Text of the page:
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Faulty Weights & Amalek
In this week’s Parsha, we have the obligation to maintain only accurate weights and measures and the prohibition to produce or to have inaccurate weights and measures even if they will not be used for commerce (25:13-16). Immediately following these Mitzvos regarding weights and measures, we have the Mitzvah to remember what Amalek did to us, the Mitzvah to obliterate him and the prohibition against forgetting how we must hate Amalek forever and dispose of him. Rashi (25:17) says that the two sets of Mitzvos are next to each other to teach you that “if you are dishonest in weights and measures, Hashem makes you vulnerable to attack from an /enemy (like Amalek)”. Why should this be the case? We find in Parshas Beshalach that Amalek came because the Jewish people asked (Shemos 17:7) “HaYesh Hashem b’kirbeinu” – Is Hashem in our midst Im Ayin – or not”, which Rashi (Shemos 17:8) explains to mean that after all Hashem did for them the Jews were questioning how Hashem is truly taking care of them, and therefore Hashem allowed Amalek to attack so the Jews would be forced to cry out to Hashem and acknowledge Him. What does this have to do with being dishonest about weights and measures?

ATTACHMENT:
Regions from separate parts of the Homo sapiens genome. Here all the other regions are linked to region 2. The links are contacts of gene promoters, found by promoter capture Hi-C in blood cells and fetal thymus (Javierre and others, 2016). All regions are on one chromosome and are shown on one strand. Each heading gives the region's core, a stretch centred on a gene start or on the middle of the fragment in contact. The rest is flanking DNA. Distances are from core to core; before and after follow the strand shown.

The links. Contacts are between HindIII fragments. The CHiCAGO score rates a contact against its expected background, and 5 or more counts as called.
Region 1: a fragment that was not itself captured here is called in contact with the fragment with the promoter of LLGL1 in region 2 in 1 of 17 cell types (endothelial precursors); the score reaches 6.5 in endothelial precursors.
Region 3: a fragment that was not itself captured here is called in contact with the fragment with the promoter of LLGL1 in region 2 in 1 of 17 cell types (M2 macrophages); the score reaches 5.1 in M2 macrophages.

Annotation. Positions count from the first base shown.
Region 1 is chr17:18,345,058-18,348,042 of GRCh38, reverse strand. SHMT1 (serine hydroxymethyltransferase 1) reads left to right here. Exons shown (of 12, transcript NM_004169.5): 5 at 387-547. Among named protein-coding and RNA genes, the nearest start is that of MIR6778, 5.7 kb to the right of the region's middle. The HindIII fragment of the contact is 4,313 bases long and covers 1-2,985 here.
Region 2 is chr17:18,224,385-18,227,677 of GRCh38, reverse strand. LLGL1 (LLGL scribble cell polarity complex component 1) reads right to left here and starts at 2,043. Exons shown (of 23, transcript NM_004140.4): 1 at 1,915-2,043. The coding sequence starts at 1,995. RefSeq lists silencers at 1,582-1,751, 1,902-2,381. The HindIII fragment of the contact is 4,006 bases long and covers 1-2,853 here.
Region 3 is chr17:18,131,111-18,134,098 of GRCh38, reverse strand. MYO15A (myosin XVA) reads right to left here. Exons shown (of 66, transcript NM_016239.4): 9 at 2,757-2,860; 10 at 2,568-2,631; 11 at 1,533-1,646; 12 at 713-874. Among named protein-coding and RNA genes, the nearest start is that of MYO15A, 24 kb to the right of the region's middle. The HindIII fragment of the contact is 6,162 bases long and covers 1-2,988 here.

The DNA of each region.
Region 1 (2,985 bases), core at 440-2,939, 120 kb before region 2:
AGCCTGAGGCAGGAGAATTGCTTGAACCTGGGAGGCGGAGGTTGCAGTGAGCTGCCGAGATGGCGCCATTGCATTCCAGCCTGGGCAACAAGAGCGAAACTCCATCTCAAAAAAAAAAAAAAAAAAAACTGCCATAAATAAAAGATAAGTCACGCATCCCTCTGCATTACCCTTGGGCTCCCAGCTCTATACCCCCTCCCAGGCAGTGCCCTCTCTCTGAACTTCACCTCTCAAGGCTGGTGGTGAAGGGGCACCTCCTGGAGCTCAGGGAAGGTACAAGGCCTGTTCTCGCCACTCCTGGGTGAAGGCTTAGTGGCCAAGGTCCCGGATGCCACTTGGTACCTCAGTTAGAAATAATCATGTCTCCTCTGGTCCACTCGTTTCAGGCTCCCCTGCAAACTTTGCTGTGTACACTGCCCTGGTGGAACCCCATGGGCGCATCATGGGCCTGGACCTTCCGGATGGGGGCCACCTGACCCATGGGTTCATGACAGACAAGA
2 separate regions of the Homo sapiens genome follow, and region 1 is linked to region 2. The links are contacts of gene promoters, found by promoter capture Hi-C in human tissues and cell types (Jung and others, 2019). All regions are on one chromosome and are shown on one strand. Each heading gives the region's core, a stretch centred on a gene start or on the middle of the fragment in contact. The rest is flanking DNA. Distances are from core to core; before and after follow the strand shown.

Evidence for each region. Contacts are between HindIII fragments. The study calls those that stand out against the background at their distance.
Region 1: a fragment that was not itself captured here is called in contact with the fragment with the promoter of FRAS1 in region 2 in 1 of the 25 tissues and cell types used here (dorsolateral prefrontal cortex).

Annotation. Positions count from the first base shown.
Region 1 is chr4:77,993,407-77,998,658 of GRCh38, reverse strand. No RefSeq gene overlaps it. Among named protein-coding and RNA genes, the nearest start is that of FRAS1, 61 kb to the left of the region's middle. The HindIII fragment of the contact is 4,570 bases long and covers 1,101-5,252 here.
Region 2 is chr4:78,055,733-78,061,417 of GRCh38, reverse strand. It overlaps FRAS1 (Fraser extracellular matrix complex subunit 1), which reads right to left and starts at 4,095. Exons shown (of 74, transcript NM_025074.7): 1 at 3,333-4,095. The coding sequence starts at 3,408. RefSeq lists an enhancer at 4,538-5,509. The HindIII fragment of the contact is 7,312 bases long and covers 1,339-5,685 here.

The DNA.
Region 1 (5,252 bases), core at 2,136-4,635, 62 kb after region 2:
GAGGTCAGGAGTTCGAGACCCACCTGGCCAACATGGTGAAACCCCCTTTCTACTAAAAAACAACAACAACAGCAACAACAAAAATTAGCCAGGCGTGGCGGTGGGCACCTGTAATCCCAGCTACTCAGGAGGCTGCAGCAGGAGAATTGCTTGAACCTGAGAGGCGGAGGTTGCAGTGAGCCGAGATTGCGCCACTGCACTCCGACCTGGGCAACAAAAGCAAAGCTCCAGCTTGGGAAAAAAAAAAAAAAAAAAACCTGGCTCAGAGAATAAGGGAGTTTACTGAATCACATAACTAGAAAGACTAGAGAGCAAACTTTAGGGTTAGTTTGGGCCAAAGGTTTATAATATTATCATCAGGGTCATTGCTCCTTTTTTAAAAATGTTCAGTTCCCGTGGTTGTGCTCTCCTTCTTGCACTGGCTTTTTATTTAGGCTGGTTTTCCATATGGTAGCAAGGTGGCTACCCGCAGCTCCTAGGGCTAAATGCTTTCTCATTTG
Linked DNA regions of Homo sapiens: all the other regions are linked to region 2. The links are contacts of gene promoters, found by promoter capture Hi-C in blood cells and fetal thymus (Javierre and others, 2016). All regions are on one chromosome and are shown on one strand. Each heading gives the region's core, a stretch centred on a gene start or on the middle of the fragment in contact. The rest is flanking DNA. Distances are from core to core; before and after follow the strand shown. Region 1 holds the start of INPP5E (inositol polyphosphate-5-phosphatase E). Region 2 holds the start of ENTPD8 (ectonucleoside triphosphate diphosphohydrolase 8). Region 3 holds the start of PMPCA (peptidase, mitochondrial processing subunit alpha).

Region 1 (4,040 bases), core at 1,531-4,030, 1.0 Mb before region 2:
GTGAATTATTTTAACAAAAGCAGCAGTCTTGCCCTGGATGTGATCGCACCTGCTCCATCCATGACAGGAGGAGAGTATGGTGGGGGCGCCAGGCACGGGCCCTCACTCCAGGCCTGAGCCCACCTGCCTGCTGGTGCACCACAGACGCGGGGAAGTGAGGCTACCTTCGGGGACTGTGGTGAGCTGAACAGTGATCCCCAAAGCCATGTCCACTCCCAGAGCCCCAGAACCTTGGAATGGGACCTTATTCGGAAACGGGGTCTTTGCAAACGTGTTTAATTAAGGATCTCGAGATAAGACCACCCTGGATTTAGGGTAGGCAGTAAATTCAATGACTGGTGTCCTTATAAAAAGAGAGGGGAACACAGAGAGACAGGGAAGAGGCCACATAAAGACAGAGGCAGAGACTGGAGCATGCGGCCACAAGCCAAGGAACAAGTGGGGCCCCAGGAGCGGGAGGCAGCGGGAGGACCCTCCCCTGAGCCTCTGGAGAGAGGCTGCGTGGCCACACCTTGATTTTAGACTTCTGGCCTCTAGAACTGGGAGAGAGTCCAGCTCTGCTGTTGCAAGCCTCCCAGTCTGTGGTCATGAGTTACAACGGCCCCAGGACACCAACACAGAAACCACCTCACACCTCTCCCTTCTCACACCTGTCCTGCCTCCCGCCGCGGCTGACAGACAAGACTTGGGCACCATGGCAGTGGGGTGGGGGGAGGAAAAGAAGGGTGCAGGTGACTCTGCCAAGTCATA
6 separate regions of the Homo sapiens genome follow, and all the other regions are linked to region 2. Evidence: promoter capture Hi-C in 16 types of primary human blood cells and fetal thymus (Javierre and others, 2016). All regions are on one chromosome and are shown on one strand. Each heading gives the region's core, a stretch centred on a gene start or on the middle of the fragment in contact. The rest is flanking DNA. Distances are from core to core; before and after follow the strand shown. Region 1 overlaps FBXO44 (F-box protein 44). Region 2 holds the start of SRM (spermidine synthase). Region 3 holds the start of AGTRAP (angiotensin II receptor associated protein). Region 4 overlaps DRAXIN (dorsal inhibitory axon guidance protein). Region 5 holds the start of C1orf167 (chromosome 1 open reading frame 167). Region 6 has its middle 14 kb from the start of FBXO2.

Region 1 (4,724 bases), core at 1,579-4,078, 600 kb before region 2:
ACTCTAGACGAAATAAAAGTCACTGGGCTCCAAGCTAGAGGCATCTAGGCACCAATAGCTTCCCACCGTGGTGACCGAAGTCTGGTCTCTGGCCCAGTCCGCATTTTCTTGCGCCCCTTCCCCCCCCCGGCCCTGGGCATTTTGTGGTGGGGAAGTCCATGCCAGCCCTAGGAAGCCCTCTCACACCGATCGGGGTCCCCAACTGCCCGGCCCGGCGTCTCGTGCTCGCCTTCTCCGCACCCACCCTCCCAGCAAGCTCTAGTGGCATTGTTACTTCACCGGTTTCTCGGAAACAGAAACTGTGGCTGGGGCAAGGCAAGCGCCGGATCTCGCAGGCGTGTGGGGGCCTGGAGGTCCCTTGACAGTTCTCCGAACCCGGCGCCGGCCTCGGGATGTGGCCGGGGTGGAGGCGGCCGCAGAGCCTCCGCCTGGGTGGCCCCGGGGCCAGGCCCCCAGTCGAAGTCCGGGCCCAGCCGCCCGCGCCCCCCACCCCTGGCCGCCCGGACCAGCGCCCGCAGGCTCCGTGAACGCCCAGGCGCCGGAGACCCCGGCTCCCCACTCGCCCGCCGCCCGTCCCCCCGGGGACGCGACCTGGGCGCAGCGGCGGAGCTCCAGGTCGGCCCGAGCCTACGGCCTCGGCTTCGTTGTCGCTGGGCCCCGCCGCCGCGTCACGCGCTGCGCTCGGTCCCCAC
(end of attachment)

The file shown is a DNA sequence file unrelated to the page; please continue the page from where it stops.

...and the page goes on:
Like “Chometz” and worse
The prohibition of maintaining inaccurate weights and measures is far-reaching and goes way beyond being dishonest in commerce. We are not even permitted to create such weights, even if they will not be used, and we must dispose of them even if they’ve been decommissioned to be used for non-commercial purposes, even if just used the restroom (Bava Basra 59B). In Parshas Kedoshim (Vayikra 20:35) the Pasuk says: “Do not do injustice in judgment, in measures, weights and volumes (of liquids)” Rashi there says that from here Chazal learned that to make an inaccurate measurement is like a judge miscarrying justice. Indeed, the Rambam in the Sefer HaMitzvos lumps together the prohibition of inaccurate weights and measures with the prohibition to miscarry justice (Lo Ta’aseh 271-273) In the opinion of the sefer HaChinuch even a discrepancy in the measures that would only cause a deviation of less than the value of a ‘perutah’ is Biblically prohibited. What is so evil about lying about weights and measures to the point that Chazal say, “the punishment that Hashem delivers to those who lie in weights and measures is more severe than [the punishment of] someone guilty of promiscuity” (Bava Basra 88 B)?